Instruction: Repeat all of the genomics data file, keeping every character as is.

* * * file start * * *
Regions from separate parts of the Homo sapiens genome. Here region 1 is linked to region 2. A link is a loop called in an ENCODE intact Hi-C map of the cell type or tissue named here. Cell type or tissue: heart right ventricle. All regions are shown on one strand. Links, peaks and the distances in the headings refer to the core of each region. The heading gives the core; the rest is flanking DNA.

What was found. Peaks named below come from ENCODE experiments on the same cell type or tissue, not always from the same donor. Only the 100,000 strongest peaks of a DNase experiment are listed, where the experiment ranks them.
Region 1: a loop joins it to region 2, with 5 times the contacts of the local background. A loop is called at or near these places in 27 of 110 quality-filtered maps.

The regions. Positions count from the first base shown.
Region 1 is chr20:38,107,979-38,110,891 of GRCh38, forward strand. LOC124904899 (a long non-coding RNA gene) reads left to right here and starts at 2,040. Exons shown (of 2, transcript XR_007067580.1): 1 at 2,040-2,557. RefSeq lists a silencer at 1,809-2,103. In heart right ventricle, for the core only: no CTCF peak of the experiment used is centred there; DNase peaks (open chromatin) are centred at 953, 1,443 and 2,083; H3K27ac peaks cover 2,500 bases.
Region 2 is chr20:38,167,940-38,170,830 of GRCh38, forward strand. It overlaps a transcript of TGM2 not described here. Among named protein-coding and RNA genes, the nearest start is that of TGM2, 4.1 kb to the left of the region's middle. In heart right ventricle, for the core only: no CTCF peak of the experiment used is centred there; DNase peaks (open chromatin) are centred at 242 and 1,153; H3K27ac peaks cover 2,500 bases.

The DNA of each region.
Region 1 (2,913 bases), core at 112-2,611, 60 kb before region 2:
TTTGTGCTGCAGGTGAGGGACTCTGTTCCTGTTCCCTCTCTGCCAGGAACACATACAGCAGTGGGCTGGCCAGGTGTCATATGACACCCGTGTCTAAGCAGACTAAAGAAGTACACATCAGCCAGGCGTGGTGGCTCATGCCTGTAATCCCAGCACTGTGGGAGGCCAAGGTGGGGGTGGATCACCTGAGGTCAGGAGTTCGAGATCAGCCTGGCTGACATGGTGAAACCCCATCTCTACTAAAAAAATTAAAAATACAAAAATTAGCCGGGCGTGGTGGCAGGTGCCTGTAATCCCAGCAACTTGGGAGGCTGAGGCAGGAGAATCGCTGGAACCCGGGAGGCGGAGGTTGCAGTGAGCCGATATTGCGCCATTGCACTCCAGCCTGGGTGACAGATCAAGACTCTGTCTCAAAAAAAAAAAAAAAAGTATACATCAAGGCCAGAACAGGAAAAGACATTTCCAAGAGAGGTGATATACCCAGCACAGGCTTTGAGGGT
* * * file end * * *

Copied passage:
Regions from separate parts of the Homo sapiens genome. Here region 1 is linked to region 2. A link is a loop called in an ENCODE intact Hi-C map of the cell type or tissue named here. Cell type or tissue: heart right ventricle. All regions are shown on one strand. Links, peaks and the distances in the headings refer to the core of each region. The heading gives the core; the rest is flanking DNA.

What was found. Peaks named below come from ENCODE experiments on the same cell type or tissue, not always from the same donor. Only the 100,000 strongest peaks of a DNase experiment are listed, where the experiment ranks them.
Region 1: a loop joins it to region 2, with 5 times the contacts of the local background. A loop is called at or near these places in 27 of 110 quality-filtered maps.

The regions. Positions count from the first base shown.
Region 1 is chr20:38,107,979-38,110,891 of GRCh38, forward strand. LOC124904899 (a long non-coding RNA gene) reads left to right here and starts at 2,040. Exons shown (of 2, transcript XR_007067580.1): 1 at 2,040-2,557. RefSeq lists a silencer at 1,809-2,103. In heart right ventricle, for the core only: no CTCF peak of the experiment used is centred there; DNase peaks (open chromatin) are centred at 953, 1,443 and 2,083; H3K27ac peaks cover 2,500 bases.
Region 2 is chr20:38,167,940-38,170,830 of GRCh38, forward strand. It overlaps a transcript of TGM2 not described here. Among named protein-coding and RNA genes, the nearest start is that of TGM2, 4.1 kb to the left of the region's middle. In heart right ventricle, for the core only: no CTCF peak of the experiment used is centred there; DNase peaks (open chromatin) are centred at 242 and 1,153; H3K27ac peaks cover 2,500 bases.

The DNA of each region.
Region 1 (2,913 bases), core at 112-2,611, 60 kb before region 2:
TTTGTGCTGCAGGTGAGGGACTCTGTTCCTGTTCCCTCTCTGCCAGGAACACATACAGCAGTGGGCTGGCCAGGTGTCATATGACACCCGTGTCTAAGCAGACTAAAGAAGTACACATCAGCCAGGCGTGGTGGCTCATGCCTGTAATCCCAGCACTGTGGGAGGCCAAGGTGGGGGTGGATCACCTGAGGTCAGGAGTTCGAGATCAGCCTGGCTGACATGGTGAAACCCCATCTCTACTAAAAAAATTAAAAATACAAAAATTAGCCGGGCGTGGTGGCAGGTGCCTGTAATCCCAGCAACTTGGGAGGCTGAGGCAGGAGAATCGCTGGAACCCGGGAGGCGGAGGTTGCAGTGAGCCGATATTGCGCCATTGCACTCCAGCCTGGGTGACAGATCAAGACTCTGTCTCAAAAAAAAAAAAAAAAGTATACATCAAGGCCAGAACAGGAAAAGACATTTCCAAGAGAGGTGATATACCCAGCACAGGCTTTGAGGGT